The Green Tree: Highlights from the Collection of the Mutual Assurance Company of Philadelphia - April 2007
Rembrandt Peale
George Washington, 1854
Oil on canvas, 30 × 25 inches
Formerly inscribed on the reverse (prior to relining): “Painted by Rembrandt Peale,/in 1854,/From his Original Portrait,/of 1795.”
Provenance: Rembrandt Peale; his second wife Harriet Cany Peale (c. 1782–1869); her nephew Charles Paine Herring; to his wife, to their daughter Louise Cany Herring, 1927; purchased by the Mutual Assurance Company of Philadelphia, 1932.
References: Garvan and Wojtowicz 1977, 60–61, illus.
RS 6220

Rembrandt Peale based this portrait of George Washington on his monumental exhibition picture, Washington, the Patriae Pater, which he completed in 1824.1 By the time that work was purchased for the U.S. Capitol in 1834, Peale had created a slightly larger replica, which he displayed in a variety of public and private venues.2 The pamphlet the artist wrote to accompany these displays described how he had labored tirelessly to create the most truthful likeness of the nation’s hero. It was, he told viewers, an inspired synthesis of his own 1795 life portrait and the life sittings taken by his father, Charles Willson Peale (1741–1827), their competitor, Gilbert Stuart (1755–1828), and the French neoclassical sculptor, Jean-Antoine Houdon (1741–1828).3 The pamphlet also included testimonials from individuals who had known Washington attesting to the portrait’s fidelity to his appearance and its strong projection of his noble and heroic character.

Peale began a focused production of small-scale variations of his Washington portrait in 1846, when he advertised in his latest exhibition pamphlet that he “now had time” and was “prepared to execute copies . . . in Military Costume.” These pictures “would be delivered in the order of subscription, after payment. The cost was $100 without the frame.”4 Between 1846 and his death in 1860, Peale received a steady stream of commissions for these replicas, which he painted in either military uniform or the original “senatorial” dress. Although the portrait head in these smaller works remained consistent with the original, Peale softened the intense illusionism of the 1824 portrait and eliminated the elaborate, symbolic sculpted stonework. While most of the small portraits included simplified stone ovals, some did not. This may have been a choice available to purchasers.5

Many of Peale’s commissions for his replicas were a response to his popular lecture, “Washington and His Portraits,” which he launched at the Historical Society of Pennsylvania in 1854 and presented in towns and cities along the East Coast until he fell seriously ill in Cambridge, Massachusetts in December 1859. The date and provenance of the portrait considered here places it squarely in the context not only of Peale’s graphic projects of the mid-1850s, but also in the context of his lecture, which Peale “illustrated” with his copies of Washington portraits by other artists in tandem with his own. Whether this smaller picture was part of his display or not, Peale surely had one of his Washington replicas available to assure his audience that they, too, could possess greatness.6

—Carol Eaton Soltis


1. Carol Eaton Hevner, “The Ultimate Washington Portrait: The Patriae Pater,” in “The Paintings of Rembrandt Peale: Character and Conventions,” in Lillian B. Miller, In Pursuit of Fame, Rembrandt Peale, 1778–1860 (Washington, D.C., and Seattle: National Portrait Gallery in association with the University of Washington Press, 1992), 279–282. See also Carol Eaton Hevner, Rembrandt Peale 1778–1860: A Life in the Arts, with a biographical essay by Lillian B. Miller (Philadelphia: Historical Society of Pennsylvania, 1985), 66–67, 86–91. The dimensions of the picture in the U.S. Capitol are 69 1/2 × 52 inches.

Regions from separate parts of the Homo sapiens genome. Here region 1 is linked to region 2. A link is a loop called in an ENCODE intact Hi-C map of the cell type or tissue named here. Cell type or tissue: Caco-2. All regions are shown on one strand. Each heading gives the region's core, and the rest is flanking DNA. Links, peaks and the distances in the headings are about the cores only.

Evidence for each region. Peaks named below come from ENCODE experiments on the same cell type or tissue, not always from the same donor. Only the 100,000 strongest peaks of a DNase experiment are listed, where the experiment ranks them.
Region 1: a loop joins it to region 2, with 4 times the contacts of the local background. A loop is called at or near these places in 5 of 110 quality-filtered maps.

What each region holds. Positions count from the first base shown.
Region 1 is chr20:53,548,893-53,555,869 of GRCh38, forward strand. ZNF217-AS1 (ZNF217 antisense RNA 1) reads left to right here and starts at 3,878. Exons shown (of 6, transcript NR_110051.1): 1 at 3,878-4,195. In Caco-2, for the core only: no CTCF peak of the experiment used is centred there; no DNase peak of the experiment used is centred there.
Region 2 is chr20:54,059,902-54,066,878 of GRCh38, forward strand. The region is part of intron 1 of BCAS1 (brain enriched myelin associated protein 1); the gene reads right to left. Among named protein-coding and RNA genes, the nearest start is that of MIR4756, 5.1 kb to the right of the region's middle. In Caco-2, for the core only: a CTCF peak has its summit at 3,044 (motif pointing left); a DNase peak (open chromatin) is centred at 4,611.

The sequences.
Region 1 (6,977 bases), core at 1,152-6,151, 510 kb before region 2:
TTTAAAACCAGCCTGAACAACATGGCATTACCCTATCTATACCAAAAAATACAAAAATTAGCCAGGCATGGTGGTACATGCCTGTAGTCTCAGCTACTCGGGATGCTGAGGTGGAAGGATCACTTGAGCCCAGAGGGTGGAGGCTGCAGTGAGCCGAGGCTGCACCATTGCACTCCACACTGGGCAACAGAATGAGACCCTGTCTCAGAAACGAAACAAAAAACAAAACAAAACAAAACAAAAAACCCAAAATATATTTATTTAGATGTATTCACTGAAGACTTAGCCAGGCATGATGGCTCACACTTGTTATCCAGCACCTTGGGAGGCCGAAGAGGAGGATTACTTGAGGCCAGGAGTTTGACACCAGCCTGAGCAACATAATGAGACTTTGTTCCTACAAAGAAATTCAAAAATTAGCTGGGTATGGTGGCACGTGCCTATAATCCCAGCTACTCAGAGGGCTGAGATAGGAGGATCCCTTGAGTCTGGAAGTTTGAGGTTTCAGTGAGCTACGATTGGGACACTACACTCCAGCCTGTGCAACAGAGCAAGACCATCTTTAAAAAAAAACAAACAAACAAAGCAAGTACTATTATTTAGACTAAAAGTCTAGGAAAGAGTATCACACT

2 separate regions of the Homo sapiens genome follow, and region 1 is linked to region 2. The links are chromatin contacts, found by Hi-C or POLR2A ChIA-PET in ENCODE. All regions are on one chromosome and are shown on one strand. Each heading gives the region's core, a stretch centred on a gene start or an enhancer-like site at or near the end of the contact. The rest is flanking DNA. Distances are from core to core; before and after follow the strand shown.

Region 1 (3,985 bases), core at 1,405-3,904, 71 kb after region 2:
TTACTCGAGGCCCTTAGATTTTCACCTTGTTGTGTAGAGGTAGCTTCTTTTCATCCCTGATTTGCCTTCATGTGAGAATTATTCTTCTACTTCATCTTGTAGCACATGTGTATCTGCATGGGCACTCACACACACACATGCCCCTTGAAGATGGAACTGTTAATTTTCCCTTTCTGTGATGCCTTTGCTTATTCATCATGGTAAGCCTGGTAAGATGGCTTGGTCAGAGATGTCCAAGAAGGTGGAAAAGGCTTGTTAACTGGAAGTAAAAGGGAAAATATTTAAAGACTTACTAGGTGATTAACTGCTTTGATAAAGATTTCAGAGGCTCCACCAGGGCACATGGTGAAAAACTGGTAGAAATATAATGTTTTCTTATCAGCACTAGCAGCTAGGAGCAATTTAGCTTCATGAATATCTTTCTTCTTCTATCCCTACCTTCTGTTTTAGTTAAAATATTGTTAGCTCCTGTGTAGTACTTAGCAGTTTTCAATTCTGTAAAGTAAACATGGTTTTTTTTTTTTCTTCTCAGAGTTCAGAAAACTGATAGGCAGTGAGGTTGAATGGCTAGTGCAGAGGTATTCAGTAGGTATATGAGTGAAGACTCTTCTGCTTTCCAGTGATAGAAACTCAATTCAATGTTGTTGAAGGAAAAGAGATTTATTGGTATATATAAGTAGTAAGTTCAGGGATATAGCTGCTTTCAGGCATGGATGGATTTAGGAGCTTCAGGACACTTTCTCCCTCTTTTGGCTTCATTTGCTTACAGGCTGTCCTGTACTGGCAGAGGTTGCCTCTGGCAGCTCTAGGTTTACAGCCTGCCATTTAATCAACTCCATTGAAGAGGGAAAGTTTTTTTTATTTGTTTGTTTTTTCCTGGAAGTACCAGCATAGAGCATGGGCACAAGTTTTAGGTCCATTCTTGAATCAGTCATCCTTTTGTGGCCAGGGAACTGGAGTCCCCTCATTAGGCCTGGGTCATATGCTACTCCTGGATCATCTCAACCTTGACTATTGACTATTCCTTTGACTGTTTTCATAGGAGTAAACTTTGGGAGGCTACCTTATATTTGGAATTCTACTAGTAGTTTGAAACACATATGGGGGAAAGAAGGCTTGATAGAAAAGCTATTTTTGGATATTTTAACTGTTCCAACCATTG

2. This picture is now in the collection of the Pennsylvania Academy of the Fine Arts; its dimensions are 72 1/2 × 54 inches.

3. The Peales produced many Washington images in many formats and genres. However, Charles Willson Peale had the opportunity for the most life sittings. His brother, James Peale, and Charles’s sons, Raphaelle and Rembrandt, were given an opportunity for one life sitting with Washington in Philadelphia in the fall of 1795. Charles Peale Polk also produced many Washington images, but these were not from life. For Charles Willson Peale’s numerous Washington portraits and several sittings, see Charles Coleman Sellers, Portraits and Miniatures by Charles Willson Peale, Transactions of The American Philosophical Society 42, part 1 (Philadelphia, 1952), 216–243.

4. Rembrandt Peale, “Portrait of Washington” (Philadelphia, 1846), 14. These smaller portraits typically measure in the range of 30 × 25 inches.

5. This portrait lacks the fictive stone oval, but the image is contained in an inscribed oval and placed in a frame with a gilded oval insert. This is the same framing form used by Charles Willson Peale for his hero portraits in his Philadelphia Museum. The oval format derives from antiquity and traditionally indicates that the subject within the oval is held in honor.

6. For a discussion of Peale’s Washington Lecture see Carol Eaton Soltis, “The Sublime and the Sentimental: The Artist as His Own Exhibition-Piece,” in “‘In Sympathy with the Heart’: Rembrandt Peale, an American Artist and the Traditions of European Art.” (diss., University of Pennsylvania, 2000), 431–480.


Copyright©2007 The Schwarz Gallery

The Schwarz gallery is not responsible for any errors or omissions contained in this web site.